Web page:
Odisha (earlier spelt as Orissa), situated along east coast of the peninsular India, having 480 kms long coast line in the east (Bay of Bengal) is endowed with numerous hills, hillocks, myriads of waterfalls, varied biodiversity extending over four Biographic zones i.e., Northern plateau, Eastern Ghats, Central Table lands and Coastal plains.
The broad physical types of the state include coastal plains, the middle mountainous region, the rolling uplands, the river valleys and quiet plateaus. Most of the forest belongs to two broad types i.e. tropical moist deciduous and tropical dry deciduous forests. However, there are other types which are very distinct in their nature and character and they are semi-evergreen forests, littoral swamps and mangroves. The mangroves (total area: 203 sq.km as per S.F.I. Report, 2007) although occur in a very small area along the Brahmani-Baitarani delta and Mahanadi delta constitute one of the most important forest types. The bio-diversity of this forest types in Odisha is considered to be better than any such area in the Indian mainland. These different types of forests provide ideal habitats for a large variety of wildlife, both aquatic and terrestrial including the arboreal as well as the transitional amphibious forms.
Eighteen Sanctuaries, a National Park (Bhitarakanika) and one proposed National Park (Similipal) constitute the Protected Area network of Odisha that covers 6611.12 sq.km of land area which is 4.25% of the geographical area and 11.37% of the forest area of the state. Added to this is also a stretch of 20km wide marine habitat of 1408 sq.kms of seascape in Gahirmatha Marine Sanctuary. People's protection effort for the Blackbuck in Betnoi-Balipadar area of Ganjam district was taken into cognizance.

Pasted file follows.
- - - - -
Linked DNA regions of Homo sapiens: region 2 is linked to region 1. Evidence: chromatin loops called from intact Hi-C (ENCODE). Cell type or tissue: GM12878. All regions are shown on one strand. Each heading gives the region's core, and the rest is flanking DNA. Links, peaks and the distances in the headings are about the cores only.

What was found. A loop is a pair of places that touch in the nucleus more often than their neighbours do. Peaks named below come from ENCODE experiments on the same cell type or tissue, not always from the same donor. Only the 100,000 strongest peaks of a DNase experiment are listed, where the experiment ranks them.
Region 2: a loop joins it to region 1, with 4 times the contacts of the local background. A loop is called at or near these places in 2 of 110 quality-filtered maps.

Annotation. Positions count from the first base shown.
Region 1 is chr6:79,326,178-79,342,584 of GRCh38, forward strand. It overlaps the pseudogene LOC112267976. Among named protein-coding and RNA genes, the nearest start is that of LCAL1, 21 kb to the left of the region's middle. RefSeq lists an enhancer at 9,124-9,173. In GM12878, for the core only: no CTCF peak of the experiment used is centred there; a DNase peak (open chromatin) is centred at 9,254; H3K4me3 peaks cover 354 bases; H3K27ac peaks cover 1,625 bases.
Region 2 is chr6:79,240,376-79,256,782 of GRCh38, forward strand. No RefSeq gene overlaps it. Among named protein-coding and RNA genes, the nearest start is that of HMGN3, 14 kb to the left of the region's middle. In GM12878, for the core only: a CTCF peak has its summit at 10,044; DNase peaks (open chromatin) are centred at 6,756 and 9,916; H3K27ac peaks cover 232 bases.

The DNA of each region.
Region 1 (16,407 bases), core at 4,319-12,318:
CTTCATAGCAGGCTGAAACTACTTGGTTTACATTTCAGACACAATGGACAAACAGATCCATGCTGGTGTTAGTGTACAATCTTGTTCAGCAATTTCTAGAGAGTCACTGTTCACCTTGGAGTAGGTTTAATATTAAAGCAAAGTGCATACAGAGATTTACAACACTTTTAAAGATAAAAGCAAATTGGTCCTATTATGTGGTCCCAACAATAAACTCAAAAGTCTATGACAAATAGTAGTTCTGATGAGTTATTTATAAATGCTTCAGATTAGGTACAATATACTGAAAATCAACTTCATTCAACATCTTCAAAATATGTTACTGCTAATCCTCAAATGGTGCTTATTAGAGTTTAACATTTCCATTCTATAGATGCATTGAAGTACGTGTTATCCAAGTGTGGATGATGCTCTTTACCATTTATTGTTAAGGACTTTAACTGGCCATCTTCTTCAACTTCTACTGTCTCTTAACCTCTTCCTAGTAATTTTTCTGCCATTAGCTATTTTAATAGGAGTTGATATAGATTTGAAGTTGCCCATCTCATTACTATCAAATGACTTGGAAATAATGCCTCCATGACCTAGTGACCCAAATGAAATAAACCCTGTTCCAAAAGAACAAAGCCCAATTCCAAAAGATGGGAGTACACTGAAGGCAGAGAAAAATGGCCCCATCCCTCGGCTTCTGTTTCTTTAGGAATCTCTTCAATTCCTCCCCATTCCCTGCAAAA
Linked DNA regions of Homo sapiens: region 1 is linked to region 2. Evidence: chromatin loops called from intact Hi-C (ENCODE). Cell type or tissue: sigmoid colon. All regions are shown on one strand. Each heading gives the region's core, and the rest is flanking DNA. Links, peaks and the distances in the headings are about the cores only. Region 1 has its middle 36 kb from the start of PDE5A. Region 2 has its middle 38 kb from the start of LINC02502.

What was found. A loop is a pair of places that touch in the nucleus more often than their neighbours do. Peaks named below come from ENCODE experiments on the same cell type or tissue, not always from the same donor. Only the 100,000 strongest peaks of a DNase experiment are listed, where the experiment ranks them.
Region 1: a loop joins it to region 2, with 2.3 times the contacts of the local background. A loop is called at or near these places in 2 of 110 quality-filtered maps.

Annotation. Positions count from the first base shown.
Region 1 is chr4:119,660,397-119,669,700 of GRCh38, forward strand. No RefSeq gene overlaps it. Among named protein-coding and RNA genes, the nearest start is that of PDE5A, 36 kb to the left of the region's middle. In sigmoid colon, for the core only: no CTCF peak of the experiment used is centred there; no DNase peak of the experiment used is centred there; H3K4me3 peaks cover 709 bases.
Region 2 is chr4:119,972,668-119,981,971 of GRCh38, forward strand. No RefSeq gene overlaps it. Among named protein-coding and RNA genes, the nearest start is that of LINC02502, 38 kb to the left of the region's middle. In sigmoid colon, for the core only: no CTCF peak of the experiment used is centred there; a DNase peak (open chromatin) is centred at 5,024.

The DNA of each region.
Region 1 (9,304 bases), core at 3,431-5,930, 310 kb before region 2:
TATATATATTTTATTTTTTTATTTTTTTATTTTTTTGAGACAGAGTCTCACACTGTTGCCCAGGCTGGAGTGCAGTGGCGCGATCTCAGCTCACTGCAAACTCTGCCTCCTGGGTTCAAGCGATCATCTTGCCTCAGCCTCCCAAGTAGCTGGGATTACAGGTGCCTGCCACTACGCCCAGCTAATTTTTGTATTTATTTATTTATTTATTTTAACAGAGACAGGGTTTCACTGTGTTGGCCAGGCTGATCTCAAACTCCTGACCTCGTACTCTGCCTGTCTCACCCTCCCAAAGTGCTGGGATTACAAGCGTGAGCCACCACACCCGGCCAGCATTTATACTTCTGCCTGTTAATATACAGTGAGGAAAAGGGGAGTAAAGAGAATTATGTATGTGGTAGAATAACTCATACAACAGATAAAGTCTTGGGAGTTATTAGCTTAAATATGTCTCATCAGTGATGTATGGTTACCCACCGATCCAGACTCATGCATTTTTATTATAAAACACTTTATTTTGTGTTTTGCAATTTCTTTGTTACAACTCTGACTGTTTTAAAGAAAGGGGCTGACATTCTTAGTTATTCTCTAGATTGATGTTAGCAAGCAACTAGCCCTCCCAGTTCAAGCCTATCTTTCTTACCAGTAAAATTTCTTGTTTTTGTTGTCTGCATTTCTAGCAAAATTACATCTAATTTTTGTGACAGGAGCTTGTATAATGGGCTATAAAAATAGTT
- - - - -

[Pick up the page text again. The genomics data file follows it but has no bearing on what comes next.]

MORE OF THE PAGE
Bhitarkanika National Park was finally notified in the year 1998, and the notification of Similipal proposed National Park was issued in two phases in 1980 and in 1986.
There are 19 species of amphibians, 110 species of reptiles, 473 species of birds and 86 species of mammals so far identified and listed in our state in addition to large varieties of fish (about 300 species- fresh water, estuarine and marine) and invertebrate fauna. According to IUCN RED DATA BOOK-1997 the threatened species of Reptiles, Birds and Mammals in Odisha include 17 species, 15 species and 22 species respectively.
Though the tribes of Odisha belong to three linguistic divisions, yet they have lots of socio-cultural similarities between them. These commonalities signify homogeneity of their cultures and together they characterize the notion or concept of tribalism. Tribal societies share certain common characteristics and by these they are distinguished from complex or advanced societies. In India tribal societies had apparently been outside the main historical current of the development of Indian Civilization for centuries. Hence tribal societies manifest such cultural features which signify a primitive level in socio-cultural parameter.
Sea turtle : About 50% of the total world population of Olive Ridleys that equals to about 90% of the Indian population of sea turtles uses the Odisha coasts for nesting.